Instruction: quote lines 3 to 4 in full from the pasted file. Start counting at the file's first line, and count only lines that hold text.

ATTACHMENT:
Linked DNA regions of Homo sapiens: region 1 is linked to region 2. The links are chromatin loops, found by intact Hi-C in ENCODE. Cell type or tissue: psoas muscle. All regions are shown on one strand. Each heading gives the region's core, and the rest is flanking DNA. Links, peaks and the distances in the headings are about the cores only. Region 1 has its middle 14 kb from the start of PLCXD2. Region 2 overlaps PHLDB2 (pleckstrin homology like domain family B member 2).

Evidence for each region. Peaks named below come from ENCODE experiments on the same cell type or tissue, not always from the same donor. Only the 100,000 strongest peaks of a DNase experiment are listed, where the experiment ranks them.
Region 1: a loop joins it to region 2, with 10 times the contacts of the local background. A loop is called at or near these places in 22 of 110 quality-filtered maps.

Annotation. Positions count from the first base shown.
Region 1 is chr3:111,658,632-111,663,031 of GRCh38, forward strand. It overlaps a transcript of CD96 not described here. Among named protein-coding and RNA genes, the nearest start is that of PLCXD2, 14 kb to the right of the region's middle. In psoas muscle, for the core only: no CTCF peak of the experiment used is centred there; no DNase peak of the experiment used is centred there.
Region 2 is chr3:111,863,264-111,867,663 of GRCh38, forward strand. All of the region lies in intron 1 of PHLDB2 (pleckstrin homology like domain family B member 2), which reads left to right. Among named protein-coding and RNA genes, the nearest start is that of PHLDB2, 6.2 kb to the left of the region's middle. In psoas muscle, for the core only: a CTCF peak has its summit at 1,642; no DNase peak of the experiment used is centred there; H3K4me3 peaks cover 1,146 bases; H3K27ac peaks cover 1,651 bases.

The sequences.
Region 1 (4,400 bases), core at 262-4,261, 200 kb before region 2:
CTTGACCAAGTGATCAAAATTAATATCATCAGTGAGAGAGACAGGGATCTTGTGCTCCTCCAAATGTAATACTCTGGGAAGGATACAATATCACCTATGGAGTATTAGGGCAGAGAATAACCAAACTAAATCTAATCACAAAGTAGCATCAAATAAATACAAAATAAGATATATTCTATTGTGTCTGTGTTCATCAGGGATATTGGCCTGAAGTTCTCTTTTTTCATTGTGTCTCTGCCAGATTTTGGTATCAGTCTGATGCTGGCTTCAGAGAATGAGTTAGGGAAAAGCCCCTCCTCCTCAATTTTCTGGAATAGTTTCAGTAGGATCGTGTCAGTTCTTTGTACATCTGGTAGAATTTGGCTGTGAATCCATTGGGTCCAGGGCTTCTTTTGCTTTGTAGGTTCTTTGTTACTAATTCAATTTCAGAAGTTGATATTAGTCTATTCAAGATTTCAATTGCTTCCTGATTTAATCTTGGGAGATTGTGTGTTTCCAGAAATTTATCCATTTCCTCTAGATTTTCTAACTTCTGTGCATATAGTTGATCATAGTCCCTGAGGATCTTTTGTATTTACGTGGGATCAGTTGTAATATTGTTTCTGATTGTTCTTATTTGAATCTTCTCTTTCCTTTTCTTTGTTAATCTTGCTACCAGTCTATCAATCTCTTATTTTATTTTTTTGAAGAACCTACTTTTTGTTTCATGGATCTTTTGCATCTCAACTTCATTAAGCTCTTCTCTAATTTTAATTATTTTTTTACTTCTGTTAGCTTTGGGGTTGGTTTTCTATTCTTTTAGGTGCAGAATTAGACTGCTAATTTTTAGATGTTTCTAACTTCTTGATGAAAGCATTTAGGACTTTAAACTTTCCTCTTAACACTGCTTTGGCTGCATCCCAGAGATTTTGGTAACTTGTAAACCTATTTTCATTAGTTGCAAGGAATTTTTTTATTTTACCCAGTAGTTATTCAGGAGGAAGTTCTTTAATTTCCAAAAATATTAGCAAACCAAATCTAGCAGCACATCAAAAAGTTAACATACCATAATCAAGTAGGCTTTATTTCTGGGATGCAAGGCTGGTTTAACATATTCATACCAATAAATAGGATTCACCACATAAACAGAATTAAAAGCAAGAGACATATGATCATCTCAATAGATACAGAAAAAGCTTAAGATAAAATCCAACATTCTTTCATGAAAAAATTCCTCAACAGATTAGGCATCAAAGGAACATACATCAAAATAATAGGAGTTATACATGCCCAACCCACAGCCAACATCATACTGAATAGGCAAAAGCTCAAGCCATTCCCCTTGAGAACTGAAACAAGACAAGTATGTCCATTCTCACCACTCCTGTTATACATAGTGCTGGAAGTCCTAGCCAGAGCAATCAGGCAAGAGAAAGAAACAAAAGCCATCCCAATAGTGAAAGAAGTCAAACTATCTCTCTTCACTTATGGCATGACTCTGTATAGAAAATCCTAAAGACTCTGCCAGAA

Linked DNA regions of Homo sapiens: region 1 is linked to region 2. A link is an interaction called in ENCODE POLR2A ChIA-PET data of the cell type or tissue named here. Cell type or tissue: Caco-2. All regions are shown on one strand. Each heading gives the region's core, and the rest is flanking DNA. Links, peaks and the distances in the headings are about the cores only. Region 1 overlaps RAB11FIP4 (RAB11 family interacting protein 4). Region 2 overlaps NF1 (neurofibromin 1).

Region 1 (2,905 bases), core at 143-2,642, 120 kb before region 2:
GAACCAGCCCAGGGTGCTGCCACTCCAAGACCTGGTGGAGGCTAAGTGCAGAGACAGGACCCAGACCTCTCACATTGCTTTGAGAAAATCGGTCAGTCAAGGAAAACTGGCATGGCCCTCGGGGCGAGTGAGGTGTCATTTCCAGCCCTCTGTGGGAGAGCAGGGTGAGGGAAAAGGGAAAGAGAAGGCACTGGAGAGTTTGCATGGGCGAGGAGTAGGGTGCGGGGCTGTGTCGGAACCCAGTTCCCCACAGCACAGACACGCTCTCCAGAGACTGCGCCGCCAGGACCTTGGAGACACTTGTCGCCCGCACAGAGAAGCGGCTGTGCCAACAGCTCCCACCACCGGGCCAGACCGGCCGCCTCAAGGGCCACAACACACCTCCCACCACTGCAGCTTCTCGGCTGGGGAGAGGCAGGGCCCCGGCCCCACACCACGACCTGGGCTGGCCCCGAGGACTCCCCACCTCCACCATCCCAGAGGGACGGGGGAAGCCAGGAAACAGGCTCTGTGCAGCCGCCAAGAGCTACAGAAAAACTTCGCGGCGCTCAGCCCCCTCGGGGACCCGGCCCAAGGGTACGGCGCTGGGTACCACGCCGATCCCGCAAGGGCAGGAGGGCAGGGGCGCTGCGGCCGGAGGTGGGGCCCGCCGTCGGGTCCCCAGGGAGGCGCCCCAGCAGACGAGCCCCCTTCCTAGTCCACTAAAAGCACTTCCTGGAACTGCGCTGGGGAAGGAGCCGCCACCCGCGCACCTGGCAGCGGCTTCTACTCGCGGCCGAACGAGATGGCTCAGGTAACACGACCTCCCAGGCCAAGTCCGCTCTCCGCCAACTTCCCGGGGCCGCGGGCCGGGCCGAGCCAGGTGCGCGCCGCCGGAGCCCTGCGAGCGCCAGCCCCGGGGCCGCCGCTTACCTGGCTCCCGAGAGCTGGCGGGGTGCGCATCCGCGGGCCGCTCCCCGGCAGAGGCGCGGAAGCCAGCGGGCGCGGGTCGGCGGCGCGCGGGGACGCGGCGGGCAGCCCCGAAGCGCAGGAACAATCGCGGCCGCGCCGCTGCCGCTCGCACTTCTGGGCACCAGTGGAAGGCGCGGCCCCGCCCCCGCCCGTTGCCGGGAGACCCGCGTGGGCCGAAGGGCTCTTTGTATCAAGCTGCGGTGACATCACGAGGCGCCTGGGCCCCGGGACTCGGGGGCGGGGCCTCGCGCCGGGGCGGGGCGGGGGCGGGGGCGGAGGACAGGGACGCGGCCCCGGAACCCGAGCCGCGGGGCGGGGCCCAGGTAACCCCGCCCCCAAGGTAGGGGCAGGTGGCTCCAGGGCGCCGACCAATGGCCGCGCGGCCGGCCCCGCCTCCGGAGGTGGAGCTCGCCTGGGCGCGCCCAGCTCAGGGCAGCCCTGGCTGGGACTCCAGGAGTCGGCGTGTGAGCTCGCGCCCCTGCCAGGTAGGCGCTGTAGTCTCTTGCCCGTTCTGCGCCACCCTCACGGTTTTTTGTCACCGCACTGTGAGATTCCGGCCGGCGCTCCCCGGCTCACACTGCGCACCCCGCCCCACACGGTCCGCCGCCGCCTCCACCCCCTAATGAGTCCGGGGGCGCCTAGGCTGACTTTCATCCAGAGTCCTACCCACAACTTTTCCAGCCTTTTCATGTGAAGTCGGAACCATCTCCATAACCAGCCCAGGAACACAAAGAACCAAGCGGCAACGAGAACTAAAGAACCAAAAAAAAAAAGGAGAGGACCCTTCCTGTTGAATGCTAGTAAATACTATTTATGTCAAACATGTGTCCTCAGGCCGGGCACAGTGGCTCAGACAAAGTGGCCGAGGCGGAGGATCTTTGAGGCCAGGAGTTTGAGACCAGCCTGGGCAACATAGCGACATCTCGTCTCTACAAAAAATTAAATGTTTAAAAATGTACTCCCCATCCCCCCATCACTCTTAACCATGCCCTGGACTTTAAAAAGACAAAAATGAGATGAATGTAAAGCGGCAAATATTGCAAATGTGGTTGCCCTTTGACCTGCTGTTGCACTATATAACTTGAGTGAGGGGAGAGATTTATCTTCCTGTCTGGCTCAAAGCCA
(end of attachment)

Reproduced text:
Region 1: a loop joins it to region 2, with 10 times the contacts of the local background. A loop is called at or near these places in 22 of 110 quality-filtered maps.

Annotation. Positions count from the first base shown.